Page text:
A Judge in Concord, New Hampshire, has ruled that 17 works purportedly by 20th century American painter Leon Golub were actually fakes, and ordered the forgers to pay the collector Andrew Hall $465,000. The ruling came three years after Hall’s assistants discovered that the works were likely forgeries as they prepared for a show of Golub’s work at the Hall Art Foundation’s gallery in a converted dairy farm in Reading, Vermont. (The collector, whose extensive Anselm Kiefer holdings are on long-term loan to MASS MoCA, also has an exhibition space in his castle, Schloss Derneburg, near Hannover, Germany.)
As he exited the courthouse on Thursday, Hall told New Hampshire Public Radio:
Obviously I’m happy that justice was done, and it’s a relief. It’s good for me, but more importantly, I think it is really good for Leon Golub and his legacy and his reputation.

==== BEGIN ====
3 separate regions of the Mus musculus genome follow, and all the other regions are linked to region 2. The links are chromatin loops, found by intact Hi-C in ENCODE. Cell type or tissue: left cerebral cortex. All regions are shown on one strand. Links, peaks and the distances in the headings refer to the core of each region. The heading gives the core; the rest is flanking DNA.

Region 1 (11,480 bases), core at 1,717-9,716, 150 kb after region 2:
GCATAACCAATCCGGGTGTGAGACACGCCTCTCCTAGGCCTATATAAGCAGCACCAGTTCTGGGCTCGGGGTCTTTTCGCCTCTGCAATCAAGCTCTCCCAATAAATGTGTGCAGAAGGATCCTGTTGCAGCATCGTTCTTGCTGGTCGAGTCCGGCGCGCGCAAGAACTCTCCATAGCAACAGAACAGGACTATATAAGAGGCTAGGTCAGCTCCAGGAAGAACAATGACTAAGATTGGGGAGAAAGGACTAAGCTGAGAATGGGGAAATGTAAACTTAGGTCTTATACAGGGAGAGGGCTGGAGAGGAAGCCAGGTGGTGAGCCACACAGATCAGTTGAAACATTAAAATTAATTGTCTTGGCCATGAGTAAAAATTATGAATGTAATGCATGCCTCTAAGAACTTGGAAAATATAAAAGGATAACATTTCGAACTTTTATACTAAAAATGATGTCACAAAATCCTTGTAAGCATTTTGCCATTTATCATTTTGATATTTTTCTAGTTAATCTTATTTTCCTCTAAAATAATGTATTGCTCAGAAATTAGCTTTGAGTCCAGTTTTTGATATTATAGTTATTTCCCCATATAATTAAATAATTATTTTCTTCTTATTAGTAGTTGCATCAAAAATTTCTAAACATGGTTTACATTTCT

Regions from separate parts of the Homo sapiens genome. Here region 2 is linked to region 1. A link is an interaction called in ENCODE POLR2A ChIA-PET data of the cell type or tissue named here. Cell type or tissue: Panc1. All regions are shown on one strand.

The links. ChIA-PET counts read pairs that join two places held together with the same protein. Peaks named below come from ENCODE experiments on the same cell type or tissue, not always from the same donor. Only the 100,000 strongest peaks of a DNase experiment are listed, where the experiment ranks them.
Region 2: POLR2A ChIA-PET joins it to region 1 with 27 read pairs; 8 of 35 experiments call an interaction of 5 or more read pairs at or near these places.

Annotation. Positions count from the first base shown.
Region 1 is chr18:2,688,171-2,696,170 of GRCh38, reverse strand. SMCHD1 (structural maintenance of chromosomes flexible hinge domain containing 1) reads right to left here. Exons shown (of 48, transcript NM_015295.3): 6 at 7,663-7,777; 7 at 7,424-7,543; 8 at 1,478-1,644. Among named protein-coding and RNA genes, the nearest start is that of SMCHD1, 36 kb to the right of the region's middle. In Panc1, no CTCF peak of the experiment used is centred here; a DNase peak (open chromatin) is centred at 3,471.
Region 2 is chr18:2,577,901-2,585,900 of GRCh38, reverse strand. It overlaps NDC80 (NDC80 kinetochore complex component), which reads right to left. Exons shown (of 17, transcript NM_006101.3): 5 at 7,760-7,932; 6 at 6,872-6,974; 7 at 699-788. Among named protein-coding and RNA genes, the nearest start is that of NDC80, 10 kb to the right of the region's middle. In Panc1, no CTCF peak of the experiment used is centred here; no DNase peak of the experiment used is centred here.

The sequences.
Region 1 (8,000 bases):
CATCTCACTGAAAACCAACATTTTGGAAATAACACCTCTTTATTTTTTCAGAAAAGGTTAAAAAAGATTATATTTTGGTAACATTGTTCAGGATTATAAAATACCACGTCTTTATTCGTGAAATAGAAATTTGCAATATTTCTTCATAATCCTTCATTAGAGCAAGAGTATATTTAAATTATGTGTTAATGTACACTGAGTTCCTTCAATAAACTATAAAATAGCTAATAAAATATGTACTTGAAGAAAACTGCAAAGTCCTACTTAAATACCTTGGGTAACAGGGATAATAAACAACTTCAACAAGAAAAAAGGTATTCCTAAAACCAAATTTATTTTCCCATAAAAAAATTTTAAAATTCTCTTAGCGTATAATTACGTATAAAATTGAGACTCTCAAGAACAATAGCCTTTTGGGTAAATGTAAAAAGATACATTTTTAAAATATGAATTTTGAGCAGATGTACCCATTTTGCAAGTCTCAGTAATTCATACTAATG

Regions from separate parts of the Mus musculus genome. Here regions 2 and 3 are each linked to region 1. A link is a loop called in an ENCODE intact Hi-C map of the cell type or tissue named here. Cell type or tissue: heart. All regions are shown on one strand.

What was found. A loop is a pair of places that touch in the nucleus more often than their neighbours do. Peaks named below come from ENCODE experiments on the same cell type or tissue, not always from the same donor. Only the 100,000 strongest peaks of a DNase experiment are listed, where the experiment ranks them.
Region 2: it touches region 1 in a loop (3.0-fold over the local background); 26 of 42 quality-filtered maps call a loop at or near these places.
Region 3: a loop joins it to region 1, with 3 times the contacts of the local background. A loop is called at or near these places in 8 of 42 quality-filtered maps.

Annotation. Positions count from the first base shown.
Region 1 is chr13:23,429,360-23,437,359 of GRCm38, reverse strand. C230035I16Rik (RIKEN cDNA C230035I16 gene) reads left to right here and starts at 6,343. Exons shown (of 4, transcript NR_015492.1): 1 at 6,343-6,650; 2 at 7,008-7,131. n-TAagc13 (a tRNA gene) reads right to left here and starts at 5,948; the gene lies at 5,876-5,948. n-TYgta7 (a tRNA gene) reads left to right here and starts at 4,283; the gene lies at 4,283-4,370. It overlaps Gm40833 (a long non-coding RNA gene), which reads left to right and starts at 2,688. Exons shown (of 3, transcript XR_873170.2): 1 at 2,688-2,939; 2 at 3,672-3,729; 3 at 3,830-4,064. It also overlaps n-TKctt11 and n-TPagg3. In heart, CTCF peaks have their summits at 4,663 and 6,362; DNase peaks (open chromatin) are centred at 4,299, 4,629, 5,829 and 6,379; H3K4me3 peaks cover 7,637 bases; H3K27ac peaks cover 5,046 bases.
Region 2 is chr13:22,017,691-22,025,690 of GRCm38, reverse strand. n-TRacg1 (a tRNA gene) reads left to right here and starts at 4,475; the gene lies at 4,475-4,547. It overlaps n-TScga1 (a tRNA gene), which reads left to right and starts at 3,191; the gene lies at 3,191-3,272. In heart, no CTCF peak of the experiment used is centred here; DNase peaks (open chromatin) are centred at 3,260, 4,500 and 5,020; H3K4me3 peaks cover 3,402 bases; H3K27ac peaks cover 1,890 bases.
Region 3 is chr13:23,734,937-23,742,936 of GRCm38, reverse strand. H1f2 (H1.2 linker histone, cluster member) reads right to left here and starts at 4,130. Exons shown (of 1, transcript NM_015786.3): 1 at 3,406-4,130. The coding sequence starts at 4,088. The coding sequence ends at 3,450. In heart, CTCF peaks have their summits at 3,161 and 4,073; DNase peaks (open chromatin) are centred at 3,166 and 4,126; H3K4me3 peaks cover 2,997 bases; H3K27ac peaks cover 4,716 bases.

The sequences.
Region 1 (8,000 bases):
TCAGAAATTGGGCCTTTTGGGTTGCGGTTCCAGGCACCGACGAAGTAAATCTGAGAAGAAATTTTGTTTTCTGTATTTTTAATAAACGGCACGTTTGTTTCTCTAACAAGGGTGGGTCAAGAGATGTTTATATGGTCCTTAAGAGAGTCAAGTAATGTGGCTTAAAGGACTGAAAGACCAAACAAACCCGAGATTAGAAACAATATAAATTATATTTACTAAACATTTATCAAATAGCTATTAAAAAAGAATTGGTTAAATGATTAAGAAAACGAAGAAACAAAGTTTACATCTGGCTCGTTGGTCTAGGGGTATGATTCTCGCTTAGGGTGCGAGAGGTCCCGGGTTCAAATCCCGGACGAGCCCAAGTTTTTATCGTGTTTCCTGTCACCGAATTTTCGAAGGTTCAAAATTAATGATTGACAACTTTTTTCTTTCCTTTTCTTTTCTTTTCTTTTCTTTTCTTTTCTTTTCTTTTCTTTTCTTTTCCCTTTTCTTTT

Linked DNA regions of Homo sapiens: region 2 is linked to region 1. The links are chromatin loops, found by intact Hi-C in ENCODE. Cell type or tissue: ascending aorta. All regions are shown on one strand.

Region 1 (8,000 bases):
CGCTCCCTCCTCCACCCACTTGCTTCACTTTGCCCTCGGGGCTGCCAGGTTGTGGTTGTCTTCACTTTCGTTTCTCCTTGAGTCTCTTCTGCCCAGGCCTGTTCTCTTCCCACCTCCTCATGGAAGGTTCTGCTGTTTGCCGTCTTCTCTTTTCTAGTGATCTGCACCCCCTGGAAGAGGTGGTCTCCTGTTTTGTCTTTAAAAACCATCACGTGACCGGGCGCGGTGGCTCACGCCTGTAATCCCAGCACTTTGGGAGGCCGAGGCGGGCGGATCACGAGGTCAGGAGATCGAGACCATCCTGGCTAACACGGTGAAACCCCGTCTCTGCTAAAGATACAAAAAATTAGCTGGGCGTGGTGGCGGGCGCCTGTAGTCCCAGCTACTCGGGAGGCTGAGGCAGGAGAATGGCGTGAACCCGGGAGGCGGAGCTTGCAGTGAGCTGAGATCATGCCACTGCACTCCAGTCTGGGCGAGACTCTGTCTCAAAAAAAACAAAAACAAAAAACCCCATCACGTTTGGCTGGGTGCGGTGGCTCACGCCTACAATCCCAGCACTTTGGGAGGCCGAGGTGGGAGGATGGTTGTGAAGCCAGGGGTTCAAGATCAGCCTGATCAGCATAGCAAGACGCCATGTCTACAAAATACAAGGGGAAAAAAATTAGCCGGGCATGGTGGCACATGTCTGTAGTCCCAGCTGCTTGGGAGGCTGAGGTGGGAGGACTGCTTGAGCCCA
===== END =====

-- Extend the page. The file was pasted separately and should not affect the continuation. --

Hall purchased the works from Lorettann Gascard, a former professor who claimed to have been close with the late artist, having studied with him in the 1960s. Gascard and her son first said they found the works in the home of one of Golub’s family members, but during the trial admitted that they had made up titles and created new works themselves. They did not comment on whether or not they would appeal the ruling.